Professional service firms are typically littered with uncompleted strategic projects, failed initiatives and strategic plans that have remained in a drawer (or a computer file) almost as soon as written. It has often been observed that professionals are better at ideas and planning than in putting those plans into reality by means of effective implementation. To state the rather obvious, any yawning gap between strategic planning and its implementation is a mistake. The job is not done when the firm has produced a finely honed strategic document, beautifully printed and glossily bound – however wide and comprehensive has been the consultation process. The danger comes from a mindset that assumes that the plan is a lofty leadership endeavour and that implementation is low-level operational stuff that can and should be delegated.
Strategic planning and strategy execution are best seen as an integrated and iterative process in which the broader and more visionary aspects are then cascaded down into action throughout the firm. In corporations, the leaders of the company for the most part craft the strategic choices involving larger long-term investments, and then tend to cascade the more concrete, day-to-day decisions down the hierarchical structure. Professional service firms (except the very large ones) tend to be smaller and less hierarchically layered than larger corporations but the same thinking applies to firms of all sizes; that the leaders should first agree and set out a broad path and vision which will hopefully stimulate the action that should follow lower down the organisation. The cascade imagery is helpful to a point but still has overtones of a hierarchical delegation. I prefer the imagery of a closed loop approach (such as illustrated in Table One) which stresses the collaborative aspects of strategic planning without which lawyers at the coal face will not take responsibility or ownership. It achieves this by facilitating an information consultation and feedback feature that enables plans to be checked and adjusted in the light of experience and outcomes. In this approach, rather like a ball being tossed and caught back and forth, or round and round, the purpose is to give all the participants in the process the opportunity, at each level, to help decide the implementation steps (and the accountability for these steps) to achieve each strategic priority project, and the accompanying success measures. This process of circling back is particularly important where there might be problems in capability or capacity (human or financial), and to establish what resources are be available and what commitments need to be made to address the execution of any plan that is agreed. All the time during this consultation phase, other forces and influences will arise to inform the discussions and processes – the firm’s financial health, the values the firm espouses and the competitive pressures that the firm faces being some of those.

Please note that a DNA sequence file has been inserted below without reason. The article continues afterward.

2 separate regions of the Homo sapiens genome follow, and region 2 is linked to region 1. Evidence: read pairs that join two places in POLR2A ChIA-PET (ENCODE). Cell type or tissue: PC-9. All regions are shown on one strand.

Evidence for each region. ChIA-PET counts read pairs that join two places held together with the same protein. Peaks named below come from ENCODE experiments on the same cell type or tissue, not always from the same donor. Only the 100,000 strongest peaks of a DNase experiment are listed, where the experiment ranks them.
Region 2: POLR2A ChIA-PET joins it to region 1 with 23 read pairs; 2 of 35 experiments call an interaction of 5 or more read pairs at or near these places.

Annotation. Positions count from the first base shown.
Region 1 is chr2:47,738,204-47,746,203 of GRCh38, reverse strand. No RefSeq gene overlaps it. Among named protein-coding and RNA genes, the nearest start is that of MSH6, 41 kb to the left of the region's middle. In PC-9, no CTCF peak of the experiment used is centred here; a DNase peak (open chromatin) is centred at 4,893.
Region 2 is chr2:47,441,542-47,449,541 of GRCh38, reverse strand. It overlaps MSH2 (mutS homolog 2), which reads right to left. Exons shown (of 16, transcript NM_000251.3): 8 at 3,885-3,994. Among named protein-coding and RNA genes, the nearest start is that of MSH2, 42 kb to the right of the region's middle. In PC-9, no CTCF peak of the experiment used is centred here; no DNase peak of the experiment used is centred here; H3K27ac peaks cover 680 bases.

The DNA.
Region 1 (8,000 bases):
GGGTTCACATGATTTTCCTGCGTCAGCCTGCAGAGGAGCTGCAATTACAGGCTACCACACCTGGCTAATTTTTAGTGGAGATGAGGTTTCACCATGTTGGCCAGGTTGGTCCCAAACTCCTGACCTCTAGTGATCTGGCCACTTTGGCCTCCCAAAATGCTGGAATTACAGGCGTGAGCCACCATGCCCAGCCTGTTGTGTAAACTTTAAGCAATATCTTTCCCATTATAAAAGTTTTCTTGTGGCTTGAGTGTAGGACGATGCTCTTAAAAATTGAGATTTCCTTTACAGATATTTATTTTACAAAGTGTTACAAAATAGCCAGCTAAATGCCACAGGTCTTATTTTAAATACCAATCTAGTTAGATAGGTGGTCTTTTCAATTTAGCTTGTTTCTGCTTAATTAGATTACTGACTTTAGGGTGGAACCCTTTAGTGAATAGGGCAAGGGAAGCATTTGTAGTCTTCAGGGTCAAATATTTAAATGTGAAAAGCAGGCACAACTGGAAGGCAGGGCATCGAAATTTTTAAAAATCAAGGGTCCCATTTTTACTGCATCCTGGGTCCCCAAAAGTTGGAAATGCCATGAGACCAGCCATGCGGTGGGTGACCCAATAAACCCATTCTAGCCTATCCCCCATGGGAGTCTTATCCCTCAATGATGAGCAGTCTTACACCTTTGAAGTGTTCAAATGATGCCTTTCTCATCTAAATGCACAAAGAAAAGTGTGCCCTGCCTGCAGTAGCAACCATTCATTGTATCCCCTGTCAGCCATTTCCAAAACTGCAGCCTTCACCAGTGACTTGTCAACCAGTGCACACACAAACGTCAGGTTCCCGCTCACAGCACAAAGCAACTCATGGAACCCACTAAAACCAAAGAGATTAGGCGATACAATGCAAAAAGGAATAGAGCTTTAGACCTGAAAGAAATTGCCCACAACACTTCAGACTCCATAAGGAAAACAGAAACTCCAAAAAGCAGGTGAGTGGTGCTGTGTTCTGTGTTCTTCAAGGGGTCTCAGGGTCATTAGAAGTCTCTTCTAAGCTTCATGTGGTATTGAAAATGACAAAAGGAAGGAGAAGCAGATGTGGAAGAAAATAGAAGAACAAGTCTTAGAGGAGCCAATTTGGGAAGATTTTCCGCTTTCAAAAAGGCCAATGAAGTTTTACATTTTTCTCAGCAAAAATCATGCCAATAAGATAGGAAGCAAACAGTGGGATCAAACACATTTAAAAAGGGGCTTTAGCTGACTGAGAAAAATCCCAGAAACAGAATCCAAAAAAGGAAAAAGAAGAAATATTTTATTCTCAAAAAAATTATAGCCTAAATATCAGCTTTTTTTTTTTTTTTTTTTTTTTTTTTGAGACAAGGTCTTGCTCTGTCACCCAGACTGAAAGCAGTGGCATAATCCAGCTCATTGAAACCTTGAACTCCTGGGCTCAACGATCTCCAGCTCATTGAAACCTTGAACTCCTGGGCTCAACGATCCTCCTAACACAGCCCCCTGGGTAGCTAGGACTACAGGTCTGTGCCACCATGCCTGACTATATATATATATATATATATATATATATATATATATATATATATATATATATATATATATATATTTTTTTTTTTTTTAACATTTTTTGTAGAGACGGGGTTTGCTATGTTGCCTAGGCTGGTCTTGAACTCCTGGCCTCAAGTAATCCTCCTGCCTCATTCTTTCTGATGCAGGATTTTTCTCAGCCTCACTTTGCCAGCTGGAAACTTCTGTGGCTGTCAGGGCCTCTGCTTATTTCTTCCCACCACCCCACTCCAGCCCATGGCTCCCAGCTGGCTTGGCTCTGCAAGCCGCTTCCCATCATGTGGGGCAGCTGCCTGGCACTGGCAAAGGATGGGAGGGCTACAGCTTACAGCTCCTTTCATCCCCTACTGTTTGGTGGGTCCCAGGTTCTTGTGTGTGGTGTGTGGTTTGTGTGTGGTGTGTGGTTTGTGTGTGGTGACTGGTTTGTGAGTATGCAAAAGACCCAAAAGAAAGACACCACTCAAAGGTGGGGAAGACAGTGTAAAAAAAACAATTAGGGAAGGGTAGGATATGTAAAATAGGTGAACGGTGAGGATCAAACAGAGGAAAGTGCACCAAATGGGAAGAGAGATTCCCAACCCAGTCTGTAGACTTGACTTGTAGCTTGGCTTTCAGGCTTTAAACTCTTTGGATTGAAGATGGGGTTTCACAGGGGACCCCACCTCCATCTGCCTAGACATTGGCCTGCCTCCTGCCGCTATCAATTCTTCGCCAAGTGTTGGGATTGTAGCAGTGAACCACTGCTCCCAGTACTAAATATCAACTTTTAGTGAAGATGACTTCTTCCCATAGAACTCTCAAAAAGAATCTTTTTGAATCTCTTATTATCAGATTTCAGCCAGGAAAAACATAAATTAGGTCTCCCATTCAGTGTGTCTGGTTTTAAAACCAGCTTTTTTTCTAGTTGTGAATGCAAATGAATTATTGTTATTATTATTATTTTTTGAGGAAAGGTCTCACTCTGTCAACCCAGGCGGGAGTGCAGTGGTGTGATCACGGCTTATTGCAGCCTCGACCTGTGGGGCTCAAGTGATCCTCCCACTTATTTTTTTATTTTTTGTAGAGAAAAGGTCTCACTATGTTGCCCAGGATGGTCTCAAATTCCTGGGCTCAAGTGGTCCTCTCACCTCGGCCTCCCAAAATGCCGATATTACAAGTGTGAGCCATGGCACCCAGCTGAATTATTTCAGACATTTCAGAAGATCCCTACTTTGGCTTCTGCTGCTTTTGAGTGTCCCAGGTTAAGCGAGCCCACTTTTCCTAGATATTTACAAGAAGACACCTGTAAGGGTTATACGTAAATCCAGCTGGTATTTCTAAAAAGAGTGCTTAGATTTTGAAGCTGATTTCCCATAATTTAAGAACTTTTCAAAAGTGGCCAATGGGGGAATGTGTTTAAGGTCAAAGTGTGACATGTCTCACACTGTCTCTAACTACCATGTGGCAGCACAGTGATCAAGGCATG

After this process has been concluded, it is then possible (as illustrated in Table Two) to design and build a truly integrated plan that links all the essential moving parts and introduces lines of accountability and feedback. At this stage the broad path can be fleshed out with more detailed projects, timelines and actions. The magnitude of the current challenges to the professional service sector cannot be understated. If Table One is seen as a spinning wheel, then it needs to spin ever more speedily.